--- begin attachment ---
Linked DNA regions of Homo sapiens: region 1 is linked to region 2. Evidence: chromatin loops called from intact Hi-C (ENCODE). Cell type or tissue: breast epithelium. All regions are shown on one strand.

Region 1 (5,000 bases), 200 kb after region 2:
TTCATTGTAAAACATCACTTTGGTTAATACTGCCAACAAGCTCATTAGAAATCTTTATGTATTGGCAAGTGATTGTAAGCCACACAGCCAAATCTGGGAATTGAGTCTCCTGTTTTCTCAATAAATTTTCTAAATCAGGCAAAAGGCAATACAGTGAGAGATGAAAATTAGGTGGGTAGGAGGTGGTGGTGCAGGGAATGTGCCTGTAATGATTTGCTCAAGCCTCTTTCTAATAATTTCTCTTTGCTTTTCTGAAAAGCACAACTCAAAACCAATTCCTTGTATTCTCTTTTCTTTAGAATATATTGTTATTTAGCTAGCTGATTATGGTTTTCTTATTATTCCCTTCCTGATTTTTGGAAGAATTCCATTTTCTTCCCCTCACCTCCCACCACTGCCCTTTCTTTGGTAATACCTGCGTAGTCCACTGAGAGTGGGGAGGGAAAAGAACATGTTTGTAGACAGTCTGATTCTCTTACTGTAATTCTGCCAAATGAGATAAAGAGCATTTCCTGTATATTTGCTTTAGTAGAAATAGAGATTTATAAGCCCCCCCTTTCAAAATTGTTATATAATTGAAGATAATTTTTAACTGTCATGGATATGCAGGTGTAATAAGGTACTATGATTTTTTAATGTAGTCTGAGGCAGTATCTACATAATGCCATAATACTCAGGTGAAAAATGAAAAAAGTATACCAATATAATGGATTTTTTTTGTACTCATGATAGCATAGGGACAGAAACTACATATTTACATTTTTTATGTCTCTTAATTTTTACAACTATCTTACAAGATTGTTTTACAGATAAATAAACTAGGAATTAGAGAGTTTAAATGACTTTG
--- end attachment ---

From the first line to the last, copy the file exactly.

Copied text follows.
Linked DNA regions of Homo sapiens: region 1 is linked to region 2. Evidence: chromatin loops called from intact Hi-C (ENCODE). Cell type or tissue: breast epithelium. All regions are shown on one strand.

Region 1 (5,000 bases), 200 kb after region 2:
TTCATTGTAAAACATCACTTTGGTTAATACTGCCAACAAGCTCATTAGAAATCTTTATGTATTGGCAAGTGATTGTAAGCCACACAGCCAAATCTGGGAATTGAGTCTCCTGTTTTCTCAATAAATTTTCTAAATCAGGCAAAAGGCAATACAGTGAGAGATGAAAATTAGGTGGGTAGGAGGTGGTGGTGCAGGGAATGTGCCTGTAATGATTTGCTCAAGCCTCTTTCTAATAATTTCTCTTTGCTTTTCTGAAAAGCACAACTCAAAACCAATTCCTTGTATTCTCTTTTCTTTAGAATATATTGTTATTTAGCTAGCTGATTATGGTTTTCTTATTATTCCCTTCCTGATTTTTGGAAGAATTCCATTTTCTTCCCCTCACCTCCCACCACTGCCCTTTCTTTGGTAATACCTGCGTAGTCCACTGAGAGTGGGGAGGGAAAAGAACATGTTTGTAGACAGTCTGATTCTCTTACTGTAATTCTGCCAAATGAGATAAAGAGCATTTCCTGTATATTTGCTTTAGTAGAAATAGAGATTTATAAGCCCCCCCTTTCAAAATTGTTATATAATTGAAGATAATTTTTAACTGTCATGGATATGCAGGTGTAATAAGGTACTATGATTTTTTAATGTAGTCTGAGGCAGTATCTACATAATGCCATAATACTCAGGTGAAAAATGAAAAAAGTATACCAATATAATGGATTTTTTTTGTACTCATGATAGCATAGGGACAGAAACTACATATTTACATTTTTTATGTCTCTTAATTTTTACAACTATCTTACAAGATTGTTTTACAGATAAATAAACTAGGAATTAGAGAGTTTAAATGACTTTG